13. To “the emes” Did you read the article in the Yated? Gedolim are aware of inter camp games and you have never heard a word against the games from them. You know they are aware because there are many Gedolim who spend a portion of their summer in these summer camps. And if they felt strongly against them the camps would have stopped the games years ago. Also when campers spend a month or two with their counselors and head staff. And I know some very good ball players who have excellent midos even if they are not the best in the BM. Playing in these games help their self esteem as well.

  14. First of all I can’t think of anything that is increasing the holiness of our young ones more then our summer camps! There is no other enviorment on earth that protacts our kids from the rampent tumah -that peaks in the summer season- then summer camp. Second of all the fact that a competitive event can get personal -even by us Jews- is nothing new. Third of all when it comes to middos, most people still have plenty to work on,this is also nothing new. Any questions ?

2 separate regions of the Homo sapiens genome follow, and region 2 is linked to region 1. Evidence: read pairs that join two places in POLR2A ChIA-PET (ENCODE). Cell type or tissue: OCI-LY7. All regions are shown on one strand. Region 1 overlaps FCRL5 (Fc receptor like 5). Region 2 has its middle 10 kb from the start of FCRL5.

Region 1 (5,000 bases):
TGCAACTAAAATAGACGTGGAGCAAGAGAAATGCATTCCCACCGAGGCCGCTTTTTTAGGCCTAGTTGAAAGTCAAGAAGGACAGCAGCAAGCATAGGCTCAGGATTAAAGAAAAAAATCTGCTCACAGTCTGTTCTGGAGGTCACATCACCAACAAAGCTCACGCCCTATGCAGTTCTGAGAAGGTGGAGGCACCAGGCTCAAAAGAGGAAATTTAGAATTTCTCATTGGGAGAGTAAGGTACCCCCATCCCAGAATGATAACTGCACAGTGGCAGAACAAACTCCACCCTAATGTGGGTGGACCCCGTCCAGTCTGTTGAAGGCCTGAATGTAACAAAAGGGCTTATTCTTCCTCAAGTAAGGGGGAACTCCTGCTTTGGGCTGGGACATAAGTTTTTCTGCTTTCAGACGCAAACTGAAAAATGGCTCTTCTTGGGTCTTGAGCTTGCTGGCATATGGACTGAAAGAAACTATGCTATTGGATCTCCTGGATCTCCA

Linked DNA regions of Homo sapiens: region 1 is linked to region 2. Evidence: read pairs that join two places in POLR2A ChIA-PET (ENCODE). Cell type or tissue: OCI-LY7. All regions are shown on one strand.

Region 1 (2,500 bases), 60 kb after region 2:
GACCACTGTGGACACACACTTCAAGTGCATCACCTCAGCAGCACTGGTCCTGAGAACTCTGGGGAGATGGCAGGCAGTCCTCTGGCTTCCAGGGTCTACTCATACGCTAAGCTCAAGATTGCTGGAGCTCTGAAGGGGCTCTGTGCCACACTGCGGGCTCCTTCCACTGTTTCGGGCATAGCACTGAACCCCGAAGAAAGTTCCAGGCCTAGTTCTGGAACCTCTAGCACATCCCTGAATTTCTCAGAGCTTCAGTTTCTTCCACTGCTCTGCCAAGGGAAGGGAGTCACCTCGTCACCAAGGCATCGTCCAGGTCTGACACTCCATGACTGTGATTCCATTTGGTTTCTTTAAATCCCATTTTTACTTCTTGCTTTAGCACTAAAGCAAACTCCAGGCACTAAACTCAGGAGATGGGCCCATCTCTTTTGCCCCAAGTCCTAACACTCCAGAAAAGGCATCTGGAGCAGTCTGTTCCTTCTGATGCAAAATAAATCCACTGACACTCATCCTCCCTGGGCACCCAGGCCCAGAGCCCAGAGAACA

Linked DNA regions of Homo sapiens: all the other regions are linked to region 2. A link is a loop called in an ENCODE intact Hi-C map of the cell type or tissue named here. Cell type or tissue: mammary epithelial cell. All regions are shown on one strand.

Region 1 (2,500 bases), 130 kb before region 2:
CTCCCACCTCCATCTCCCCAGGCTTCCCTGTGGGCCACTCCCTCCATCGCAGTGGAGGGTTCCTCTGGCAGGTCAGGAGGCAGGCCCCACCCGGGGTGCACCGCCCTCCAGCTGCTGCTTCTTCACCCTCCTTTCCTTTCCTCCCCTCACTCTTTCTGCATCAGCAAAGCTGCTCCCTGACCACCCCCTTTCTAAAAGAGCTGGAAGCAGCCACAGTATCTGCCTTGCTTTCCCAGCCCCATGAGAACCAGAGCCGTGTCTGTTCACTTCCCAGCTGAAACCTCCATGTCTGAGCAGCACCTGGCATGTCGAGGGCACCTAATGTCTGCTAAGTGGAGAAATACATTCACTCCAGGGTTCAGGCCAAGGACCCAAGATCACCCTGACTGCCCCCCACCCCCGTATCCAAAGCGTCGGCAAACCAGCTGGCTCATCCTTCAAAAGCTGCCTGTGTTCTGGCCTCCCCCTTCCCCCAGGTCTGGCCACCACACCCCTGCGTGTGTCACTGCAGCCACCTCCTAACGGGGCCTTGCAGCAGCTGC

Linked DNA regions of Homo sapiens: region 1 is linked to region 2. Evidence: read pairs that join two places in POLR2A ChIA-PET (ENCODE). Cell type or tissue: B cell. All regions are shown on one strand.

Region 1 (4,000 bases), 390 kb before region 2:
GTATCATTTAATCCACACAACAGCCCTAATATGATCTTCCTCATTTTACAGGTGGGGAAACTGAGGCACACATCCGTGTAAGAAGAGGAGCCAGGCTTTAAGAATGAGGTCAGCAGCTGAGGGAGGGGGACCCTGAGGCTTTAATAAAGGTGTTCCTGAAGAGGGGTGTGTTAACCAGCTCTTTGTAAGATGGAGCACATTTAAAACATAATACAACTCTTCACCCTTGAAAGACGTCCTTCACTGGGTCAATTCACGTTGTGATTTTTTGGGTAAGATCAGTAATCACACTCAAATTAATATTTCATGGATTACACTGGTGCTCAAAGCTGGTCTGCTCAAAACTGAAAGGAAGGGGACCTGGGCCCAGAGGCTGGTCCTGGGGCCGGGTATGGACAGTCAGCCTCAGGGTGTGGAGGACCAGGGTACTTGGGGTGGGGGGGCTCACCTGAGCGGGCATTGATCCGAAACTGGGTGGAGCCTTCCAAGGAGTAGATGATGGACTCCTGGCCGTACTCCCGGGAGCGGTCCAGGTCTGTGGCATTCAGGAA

15. this entire posting is not true!!! None of this happened in any camp. I have spent 20 years in camp and this is balony!!!! It makes for nice reading and starts a good conversation for the bashers but it is not true. This never ever happened.

    Please don’t make our wonderful Torahdiga counselors who work so hard to make summers so great – don’t make them out to be hoodlums. Shame on you for this post.

    In our camp the kids get so excited for games they love it! I was in another camp and saw a camper holding an oaktag in camp that says “who needs Lebron we got J.T.” with a bunch of kids all excited about their camp team. (I don’t know who JT is but the kids seem to love him) they were having a great time and had such ruach. Don’t ruin this 40 year old tradition of inter-camp games with your wrongful rant. It NEVER happened and you know it!